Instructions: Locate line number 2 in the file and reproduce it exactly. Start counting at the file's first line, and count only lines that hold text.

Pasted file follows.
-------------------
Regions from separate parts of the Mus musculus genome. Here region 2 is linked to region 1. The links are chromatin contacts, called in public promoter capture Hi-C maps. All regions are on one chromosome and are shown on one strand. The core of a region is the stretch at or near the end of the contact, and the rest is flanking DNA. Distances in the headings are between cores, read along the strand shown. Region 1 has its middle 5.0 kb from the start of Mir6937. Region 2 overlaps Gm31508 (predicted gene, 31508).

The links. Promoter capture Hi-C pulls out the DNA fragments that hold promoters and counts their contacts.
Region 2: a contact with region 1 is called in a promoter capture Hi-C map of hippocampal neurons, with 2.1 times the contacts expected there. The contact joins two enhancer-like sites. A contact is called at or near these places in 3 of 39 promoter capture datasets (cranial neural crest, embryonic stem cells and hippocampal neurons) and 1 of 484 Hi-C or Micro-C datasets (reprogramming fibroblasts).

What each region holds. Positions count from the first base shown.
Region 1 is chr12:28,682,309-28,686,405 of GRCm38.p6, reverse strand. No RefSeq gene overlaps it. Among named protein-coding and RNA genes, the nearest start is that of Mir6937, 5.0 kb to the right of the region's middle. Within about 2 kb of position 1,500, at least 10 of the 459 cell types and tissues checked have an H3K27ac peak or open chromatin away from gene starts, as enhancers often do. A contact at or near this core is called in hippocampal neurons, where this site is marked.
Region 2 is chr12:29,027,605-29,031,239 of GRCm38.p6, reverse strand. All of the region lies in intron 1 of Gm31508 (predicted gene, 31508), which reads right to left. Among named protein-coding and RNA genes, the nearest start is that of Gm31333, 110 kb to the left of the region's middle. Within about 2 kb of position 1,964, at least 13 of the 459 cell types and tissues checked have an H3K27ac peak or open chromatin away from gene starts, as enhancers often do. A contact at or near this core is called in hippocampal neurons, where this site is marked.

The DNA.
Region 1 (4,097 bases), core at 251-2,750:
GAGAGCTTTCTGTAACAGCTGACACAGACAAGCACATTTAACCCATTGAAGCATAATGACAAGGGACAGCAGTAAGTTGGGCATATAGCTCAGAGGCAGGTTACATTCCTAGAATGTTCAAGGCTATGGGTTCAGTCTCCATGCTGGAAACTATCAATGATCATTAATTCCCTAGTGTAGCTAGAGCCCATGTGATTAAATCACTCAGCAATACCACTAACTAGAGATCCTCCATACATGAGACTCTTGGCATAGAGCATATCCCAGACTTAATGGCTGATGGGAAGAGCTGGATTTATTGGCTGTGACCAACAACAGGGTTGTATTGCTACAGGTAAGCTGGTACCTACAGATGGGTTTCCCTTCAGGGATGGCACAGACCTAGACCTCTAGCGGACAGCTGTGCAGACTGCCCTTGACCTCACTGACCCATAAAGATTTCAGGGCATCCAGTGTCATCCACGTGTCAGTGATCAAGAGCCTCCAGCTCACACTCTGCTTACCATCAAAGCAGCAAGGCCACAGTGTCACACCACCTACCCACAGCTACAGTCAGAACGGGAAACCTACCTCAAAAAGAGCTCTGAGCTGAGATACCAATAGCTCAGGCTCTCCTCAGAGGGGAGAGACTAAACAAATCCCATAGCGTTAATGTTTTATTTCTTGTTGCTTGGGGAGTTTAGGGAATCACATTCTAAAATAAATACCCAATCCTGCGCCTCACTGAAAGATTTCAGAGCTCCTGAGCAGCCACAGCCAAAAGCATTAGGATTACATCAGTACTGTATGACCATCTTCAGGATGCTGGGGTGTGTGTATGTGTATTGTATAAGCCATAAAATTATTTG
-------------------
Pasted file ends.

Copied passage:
The links. Promoter capture Hi-C pulls out the DNA fragments that hold promoters and counts their contacts.